On Friday, the Justice Department's special counsel announced the indictment of 13 Russians and three Russian companies for an alleged scheme to interfere with the 2016 U.S. presidential election and sow discord.
Russian operatives, according to the indictment, began to track and study groups on social media sites four years ago. The operatives allegedly began tracking metrics of groups on Facebook, paying attention to details like the number of comments and responses. The employees hired to do the work were referred to as specialists, and were divided into day-shift and night-shift hours. They were instructed, according to the indictment, to make posts in accordance with the appropriate U.S. time zone.
The indictment goes on to say the specialists were instructed to write about topics on social media sites like Twitter, Facebook and Instagram specifically related to U.S. foreign policy and economic issues. These posts were to create “political intensity through supporting radical groups, users dissatisfied with [the] social and economic situation and oppositional social movements.”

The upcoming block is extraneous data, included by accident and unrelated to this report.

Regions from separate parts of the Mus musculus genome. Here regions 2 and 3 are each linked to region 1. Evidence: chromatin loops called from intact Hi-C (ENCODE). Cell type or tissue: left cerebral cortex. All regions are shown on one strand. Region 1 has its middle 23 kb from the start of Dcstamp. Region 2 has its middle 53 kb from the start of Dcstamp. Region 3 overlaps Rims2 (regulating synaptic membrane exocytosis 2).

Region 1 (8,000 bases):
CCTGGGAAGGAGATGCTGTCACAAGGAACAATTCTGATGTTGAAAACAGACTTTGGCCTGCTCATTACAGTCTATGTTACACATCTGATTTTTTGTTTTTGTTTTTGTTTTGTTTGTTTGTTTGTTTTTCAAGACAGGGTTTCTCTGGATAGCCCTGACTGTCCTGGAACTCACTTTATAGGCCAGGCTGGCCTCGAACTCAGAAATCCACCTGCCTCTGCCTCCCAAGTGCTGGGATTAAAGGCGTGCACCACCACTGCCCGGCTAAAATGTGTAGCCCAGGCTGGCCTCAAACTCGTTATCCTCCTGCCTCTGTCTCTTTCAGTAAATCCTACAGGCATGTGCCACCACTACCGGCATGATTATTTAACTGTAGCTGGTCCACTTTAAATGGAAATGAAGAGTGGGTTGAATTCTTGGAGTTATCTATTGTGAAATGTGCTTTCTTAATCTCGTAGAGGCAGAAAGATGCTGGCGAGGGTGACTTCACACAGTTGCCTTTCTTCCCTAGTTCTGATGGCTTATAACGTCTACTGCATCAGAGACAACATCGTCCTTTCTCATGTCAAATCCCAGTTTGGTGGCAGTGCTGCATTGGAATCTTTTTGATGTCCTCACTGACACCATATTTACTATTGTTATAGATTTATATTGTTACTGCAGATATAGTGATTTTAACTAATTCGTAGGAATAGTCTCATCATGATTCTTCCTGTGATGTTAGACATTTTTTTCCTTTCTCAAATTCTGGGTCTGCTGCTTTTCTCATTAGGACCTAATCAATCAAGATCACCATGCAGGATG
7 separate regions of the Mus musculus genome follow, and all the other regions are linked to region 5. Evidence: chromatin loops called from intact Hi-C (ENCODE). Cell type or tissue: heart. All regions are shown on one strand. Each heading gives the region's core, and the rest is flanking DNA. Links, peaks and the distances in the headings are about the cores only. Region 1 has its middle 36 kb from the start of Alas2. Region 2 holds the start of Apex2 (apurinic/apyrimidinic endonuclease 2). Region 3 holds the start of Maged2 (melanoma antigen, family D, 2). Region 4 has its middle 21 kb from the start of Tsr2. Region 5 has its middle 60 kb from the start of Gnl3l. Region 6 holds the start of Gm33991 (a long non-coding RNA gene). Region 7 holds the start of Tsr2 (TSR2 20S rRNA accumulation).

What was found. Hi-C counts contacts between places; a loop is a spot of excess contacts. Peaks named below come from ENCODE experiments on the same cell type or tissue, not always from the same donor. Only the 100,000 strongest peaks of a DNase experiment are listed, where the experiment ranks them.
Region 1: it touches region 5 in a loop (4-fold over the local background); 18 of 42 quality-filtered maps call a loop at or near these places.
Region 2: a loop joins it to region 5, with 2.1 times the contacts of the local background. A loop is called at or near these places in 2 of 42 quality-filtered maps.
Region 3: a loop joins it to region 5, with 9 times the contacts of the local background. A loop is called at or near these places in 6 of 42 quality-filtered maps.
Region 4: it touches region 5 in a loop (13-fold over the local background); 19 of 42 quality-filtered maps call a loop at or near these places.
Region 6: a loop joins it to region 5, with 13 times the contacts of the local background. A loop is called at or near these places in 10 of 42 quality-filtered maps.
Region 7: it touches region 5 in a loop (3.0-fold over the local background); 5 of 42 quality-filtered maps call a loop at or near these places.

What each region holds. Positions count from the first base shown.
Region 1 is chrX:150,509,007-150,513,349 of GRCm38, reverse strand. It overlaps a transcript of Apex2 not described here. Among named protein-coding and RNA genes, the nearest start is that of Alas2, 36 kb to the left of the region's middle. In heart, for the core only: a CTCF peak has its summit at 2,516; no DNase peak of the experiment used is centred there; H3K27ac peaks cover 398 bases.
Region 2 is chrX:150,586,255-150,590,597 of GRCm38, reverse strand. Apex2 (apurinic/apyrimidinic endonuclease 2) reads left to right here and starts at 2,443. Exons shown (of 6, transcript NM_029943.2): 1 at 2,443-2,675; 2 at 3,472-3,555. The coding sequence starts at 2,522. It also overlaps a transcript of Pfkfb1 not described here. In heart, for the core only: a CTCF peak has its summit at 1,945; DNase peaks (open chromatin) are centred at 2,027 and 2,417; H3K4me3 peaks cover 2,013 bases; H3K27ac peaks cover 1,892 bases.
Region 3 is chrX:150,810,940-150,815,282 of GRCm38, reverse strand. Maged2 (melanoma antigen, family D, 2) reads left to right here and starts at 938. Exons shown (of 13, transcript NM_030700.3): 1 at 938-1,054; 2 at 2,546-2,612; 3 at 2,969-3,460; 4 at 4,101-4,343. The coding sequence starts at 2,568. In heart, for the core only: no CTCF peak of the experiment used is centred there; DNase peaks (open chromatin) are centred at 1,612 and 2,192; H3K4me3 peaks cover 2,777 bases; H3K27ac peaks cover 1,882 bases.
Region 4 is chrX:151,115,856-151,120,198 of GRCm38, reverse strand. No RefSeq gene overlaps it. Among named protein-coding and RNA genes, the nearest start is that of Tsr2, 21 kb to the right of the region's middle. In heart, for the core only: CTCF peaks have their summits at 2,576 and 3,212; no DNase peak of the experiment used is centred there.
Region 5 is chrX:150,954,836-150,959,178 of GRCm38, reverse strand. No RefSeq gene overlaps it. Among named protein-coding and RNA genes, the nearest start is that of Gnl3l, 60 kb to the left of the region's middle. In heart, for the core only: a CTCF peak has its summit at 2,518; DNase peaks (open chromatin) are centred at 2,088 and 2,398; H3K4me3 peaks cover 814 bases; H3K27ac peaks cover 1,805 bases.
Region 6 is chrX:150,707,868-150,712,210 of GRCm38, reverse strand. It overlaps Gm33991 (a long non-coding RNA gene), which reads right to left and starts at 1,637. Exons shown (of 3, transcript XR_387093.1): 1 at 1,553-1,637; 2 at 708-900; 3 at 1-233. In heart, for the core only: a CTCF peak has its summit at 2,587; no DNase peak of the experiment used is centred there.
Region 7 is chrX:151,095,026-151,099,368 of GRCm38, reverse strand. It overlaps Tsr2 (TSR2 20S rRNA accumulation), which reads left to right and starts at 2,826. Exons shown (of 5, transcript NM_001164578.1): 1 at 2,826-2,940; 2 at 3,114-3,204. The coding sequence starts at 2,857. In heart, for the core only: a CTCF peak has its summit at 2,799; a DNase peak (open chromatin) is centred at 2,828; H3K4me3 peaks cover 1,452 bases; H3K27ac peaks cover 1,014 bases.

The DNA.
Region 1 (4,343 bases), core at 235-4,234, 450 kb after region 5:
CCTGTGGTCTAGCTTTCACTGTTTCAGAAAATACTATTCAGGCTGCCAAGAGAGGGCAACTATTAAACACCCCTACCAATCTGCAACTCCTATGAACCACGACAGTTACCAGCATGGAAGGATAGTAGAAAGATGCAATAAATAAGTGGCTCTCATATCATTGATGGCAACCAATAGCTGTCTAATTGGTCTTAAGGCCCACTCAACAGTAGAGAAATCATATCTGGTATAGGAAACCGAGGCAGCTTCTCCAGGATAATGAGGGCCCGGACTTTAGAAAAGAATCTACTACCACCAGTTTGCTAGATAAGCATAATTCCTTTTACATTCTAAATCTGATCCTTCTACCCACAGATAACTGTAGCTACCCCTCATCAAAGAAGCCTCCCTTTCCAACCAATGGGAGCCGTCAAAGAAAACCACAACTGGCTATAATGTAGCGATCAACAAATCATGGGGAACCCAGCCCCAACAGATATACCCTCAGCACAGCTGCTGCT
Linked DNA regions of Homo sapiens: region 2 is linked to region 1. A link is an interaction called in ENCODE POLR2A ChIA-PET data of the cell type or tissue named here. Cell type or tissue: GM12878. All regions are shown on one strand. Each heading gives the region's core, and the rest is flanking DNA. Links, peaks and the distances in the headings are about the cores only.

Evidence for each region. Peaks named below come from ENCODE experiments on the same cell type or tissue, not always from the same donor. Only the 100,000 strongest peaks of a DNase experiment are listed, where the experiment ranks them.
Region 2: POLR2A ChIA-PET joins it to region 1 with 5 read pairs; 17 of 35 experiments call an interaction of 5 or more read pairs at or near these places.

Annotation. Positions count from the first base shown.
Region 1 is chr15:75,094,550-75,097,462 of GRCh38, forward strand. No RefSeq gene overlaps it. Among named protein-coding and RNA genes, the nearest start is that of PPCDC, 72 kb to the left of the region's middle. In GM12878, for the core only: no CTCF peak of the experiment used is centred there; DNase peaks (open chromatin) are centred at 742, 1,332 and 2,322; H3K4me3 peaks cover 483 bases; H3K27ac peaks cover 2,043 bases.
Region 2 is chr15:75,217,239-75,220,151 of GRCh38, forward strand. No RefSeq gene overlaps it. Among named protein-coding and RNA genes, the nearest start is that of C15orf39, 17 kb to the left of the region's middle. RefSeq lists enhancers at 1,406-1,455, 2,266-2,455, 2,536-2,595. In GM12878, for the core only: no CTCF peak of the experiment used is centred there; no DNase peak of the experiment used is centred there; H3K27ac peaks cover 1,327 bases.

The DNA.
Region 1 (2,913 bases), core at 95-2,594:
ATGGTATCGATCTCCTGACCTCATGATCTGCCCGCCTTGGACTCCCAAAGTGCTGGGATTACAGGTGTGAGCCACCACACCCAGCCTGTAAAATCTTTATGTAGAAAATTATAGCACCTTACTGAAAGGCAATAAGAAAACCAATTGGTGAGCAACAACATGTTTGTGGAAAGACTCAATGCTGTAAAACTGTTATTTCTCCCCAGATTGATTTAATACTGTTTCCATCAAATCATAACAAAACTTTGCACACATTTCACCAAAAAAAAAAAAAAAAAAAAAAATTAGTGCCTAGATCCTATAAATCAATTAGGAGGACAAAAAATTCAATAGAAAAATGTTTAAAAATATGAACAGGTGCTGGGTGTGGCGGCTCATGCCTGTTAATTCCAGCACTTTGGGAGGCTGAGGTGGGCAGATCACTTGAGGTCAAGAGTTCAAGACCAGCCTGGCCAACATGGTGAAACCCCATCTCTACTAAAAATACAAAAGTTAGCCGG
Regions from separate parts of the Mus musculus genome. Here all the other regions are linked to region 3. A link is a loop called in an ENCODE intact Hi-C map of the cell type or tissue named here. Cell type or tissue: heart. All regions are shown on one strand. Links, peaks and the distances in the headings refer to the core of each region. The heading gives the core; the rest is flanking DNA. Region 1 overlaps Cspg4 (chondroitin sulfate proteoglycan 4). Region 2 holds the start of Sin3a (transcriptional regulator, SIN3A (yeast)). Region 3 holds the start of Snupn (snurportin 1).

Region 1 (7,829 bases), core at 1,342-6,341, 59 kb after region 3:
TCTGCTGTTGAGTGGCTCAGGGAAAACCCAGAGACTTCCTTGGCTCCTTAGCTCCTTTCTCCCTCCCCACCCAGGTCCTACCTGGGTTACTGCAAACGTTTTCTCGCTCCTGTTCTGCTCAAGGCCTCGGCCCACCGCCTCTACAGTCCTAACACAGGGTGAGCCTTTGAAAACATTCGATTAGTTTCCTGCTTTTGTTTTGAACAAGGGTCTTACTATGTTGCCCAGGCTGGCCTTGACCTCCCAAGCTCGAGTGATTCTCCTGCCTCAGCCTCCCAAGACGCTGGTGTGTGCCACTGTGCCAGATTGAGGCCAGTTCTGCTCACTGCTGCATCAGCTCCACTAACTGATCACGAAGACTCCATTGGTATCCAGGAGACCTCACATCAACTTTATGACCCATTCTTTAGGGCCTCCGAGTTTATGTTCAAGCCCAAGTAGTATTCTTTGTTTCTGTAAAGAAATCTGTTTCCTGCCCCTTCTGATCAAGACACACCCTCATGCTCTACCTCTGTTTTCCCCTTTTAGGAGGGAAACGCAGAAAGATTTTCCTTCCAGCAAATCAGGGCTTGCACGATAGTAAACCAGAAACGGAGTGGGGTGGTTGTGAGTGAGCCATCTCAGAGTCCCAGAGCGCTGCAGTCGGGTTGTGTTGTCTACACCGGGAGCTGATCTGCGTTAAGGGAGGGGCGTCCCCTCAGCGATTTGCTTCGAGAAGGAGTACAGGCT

The operatives allegedly created hundreds of social media accounts and used them to create fictitious personas on social media sites, posing as everything from local Trump campaign supporters to Black Lives Matter activists. By 2016, the size of many of these groups, according to the indictment, had amassed hundreds of thousands of online followers.
Facebook has not responded directly to this indictment, but during the Senate Intelligence Committee hearing last fall, Facebook General Counsel Colin Stretch said they discovered fake accounts were used to place ads on its platforms. He went on to say that content reached millions of Americans over a two-year period. Moving forward, Stretch says they’re making changes, like adding more ad reviewers and security engineers.